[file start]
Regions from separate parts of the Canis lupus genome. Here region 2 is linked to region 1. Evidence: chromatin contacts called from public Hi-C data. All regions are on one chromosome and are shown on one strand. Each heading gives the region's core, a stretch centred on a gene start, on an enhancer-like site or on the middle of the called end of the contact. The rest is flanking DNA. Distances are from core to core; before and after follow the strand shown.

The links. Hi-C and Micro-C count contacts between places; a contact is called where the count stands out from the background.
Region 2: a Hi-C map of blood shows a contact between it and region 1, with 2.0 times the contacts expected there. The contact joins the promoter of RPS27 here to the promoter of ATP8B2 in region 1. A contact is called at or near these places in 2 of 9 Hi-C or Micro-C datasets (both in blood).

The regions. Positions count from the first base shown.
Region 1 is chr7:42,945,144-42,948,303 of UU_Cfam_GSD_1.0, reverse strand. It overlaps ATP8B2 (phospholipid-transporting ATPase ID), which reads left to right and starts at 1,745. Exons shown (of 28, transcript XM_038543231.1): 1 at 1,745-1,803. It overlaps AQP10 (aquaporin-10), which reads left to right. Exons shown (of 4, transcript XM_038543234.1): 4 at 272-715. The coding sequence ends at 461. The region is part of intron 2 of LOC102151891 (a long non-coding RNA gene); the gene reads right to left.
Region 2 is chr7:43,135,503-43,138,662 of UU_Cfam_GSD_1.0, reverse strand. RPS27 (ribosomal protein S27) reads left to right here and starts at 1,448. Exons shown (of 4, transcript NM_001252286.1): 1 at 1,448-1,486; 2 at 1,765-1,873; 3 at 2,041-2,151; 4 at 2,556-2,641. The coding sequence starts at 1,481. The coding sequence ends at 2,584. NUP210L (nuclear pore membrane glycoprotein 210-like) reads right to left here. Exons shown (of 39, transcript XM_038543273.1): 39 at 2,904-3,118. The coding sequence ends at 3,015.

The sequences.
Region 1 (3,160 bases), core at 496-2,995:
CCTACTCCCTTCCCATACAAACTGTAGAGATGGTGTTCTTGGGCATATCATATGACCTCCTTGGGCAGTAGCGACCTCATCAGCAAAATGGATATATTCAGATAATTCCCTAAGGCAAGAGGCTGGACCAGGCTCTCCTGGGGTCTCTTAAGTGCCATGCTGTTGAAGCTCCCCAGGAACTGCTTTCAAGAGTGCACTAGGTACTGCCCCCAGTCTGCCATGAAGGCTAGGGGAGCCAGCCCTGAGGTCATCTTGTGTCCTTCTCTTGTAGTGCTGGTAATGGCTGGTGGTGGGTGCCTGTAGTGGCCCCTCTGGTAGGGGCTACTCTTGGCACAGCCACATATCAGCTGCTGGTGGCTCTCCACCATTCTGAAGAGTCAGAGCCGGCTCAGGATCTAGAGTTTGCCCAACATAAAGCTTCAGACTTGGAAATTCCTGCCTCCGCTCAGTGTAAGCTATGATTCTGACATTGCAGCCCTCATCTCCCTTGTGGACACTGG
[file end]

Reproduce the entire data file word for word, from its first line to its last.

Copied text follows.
Regions from separate parts of the Canis lupus genome. Here region 2 is linked to region 1. Evidence: chromatin contacts called from public Hi-C data. All regions are on one chromosome and are shown on one strand. Each heading gives the region's core, a stretch centred on a gene start, on an enhancer-like site or on the middle of the called end of the contact. The rest is flanking DNA. Distances are from core to core; before and after follow the strand shown.

The links. Hi-C and Micro-C count contacts between places; a contact is called where the count stands out from the background.
Region 2: a Hi-C map of blood shows a contact between it and region 1, with 2.0 times the contacts expected there. The contact joins the promoter of RPS27 here to the promoter of ATP8B2 in region 1. A contact is called at or near these places in 2 of 9 Hi-C or Micro-C datasets (both in blood).

The regions. Positions count from the first base shown.
Region 1 is chr7:42,945,144-42,948,303 of UU_Cfam_GSD_1.0, reverse strand. It overlaps ATP8B2 (phospholipid-transporting ATPase ID), which reads left to right and starts at 1,745. Exons shown (of 28, transcript XM_038543231.1): 1 at 1,745-1,803. It overlaps AQP10 (aquaporin-10), which reads left to right. Exons shown (of 4, transcript XM_038543234.1): 4 at 272-715. The coding sequence ends at 461. The region is part of intron 2 of LOC102151891 (a long non-coding RNA gene); the gene reads right to left.
Region 2 is chr7:43,135,503-43,138,662 of UU_Cfam_GSD_1.0, reverse strand. RPS27 (ribosomal protein S27) reads left to right here and starts at 1,448. Exons shown (of 4, transcript NM_001252286.1): 1 at 1,448-1,486; 2 at 1,765-1,873; 3 at 2,041-2,151; 4 at 2,556-2,641. The coding sequence starts at 1,481. The coding sequence ends at 2,584. NUP210L (nuclear pore membrane glycoprotein 210-like) reads right to left here. Exons shown (of 39, transcript XM_038543273.1): 39 at 2,904-3,118. The coding sequence ends at 3,015.

The sequences.
Region 1 (3,160 bases), core at 496-2,995:
CCTACTCCCTTCCCATACAAACTGTAGAGATGGTGTTCTTGGGCATATCATATGACCTCCTTGGGCAGTAGCGACCTCATCAGCAAAATGGATATATTCAGATAATTCCCTAAGGCAAGAGGCTGGACCAGGCTCTCCTGGGGTCTCTTAAGTGCCATGCTGTTGAAGCTCCCCAGGAACTGCTTTCAAGAGTGCACTAGGTACTGCCCCCAGTCTGCCATGAAGGCTAGGGGAGCCAGCCCTGAGGTCATCTTGTGTCCTTCTCTTGTAGTGCTGGTAATGGCTGGTGGTGGGTGCCTGTAGTGGCCCCTCTGGTAGGGGCTACTCTTGGCACAGCCACATATCAGCTGCTGGTGGCTCTCCACCATTCTGAAGAGTCAGAGCCGGCTCAGGATCTAGAGTTTGCCCAACATAAAGCTTCAGACTTGGAAATTCCTGCCTCCGCTCAGTGTAAGCTATGATTCTGACATTGCAGCCCTCATCTCCCTTGTGGACACTGG